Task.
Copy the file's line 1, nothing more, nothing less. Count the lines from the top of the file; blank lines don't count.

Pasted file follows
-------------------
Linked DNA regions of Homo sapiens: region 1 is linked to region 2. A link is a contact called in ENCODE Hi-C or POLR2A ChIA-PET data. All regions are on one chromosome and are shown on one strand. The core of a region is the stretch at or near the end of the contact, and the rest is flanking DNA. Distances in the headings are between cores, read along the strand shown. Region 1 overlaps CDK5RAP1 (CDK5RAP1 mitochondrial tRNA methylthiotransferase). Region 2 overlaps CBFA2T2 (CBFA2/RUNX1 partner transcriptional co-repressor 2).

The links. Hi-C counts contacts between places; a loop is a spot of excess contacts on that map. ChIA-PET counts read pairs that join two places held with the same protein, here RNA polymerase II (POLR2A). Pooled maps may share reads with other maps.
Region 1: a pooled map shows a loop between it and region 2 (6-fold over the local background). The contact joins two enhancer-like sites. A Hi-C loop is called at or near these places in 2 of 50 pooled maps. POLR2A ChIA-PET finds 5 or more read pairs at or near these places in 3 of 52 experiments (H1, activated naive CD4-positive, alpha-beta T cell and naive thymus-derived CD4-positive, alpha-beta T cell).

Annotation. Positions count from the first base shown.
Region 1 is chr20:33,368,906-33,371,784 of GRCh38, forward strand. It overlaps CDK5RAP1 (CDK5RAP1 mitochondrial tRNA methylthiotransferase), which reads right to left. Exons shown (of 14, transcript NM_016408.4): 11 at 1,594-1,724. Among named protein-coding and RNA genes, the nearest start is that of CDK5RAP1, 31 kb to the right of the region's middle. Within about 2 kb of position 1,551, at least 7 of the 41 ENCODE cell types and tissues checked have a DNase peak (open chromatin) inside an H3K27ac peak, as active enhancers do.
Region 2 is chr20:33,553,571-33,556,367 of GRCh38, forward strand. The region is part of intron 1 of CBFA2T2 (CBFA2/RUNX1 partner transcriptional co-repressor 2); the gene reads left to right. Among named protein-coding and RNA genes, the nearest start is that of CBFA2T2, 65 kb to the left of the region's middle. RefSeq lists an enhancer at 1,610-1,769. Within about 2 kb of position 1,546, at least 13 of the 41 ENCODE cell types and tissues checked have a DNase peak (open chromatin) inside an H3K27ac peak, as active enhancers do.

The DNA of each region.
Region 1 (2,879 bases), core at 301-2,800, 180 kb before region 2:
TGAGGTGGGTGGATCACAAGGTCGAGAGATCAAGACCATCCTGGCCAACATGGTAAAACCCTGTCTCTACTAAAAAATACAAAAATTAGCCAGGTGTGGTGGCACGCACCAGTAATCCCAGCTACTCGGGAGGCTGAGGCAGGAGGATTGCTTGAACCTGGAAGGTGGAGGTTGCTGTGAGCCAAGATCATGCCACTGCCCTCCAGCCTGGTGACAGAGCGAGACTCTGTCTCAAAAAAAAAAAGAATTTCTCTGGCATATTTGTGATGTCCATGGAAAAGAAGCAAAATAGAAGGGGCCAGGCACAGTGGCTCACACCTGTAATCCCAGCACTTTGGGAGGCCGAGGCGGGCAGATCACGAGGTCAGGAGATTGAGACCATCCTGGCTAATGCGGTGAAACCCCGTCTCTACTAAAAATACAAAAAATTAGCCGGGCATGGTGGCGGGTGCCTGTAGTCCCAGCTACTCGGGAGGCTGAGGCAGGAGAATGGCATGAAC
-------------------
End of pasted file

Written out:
Linked DNA regions of Homo sapiens: region 1 is linked to region 2. A link is a contact called in ENCODE Hi-C or POLR2A ChIA-PET data. All regions are on one chromosome and are shown on one strand. The core of a region is the stretch at or near the end of the contact, and the rest is flanking DNA. Distances in the headings are between cores, read along the strand shown. Region 1 overlaps CDK5RAP1 (CDK5RAP1 mitochondrial tRNA methylthiotransferase). Region 2 overlaps CBFA2T2 (CBFA2/RUNX1 partner transcriptional co-repressor 2).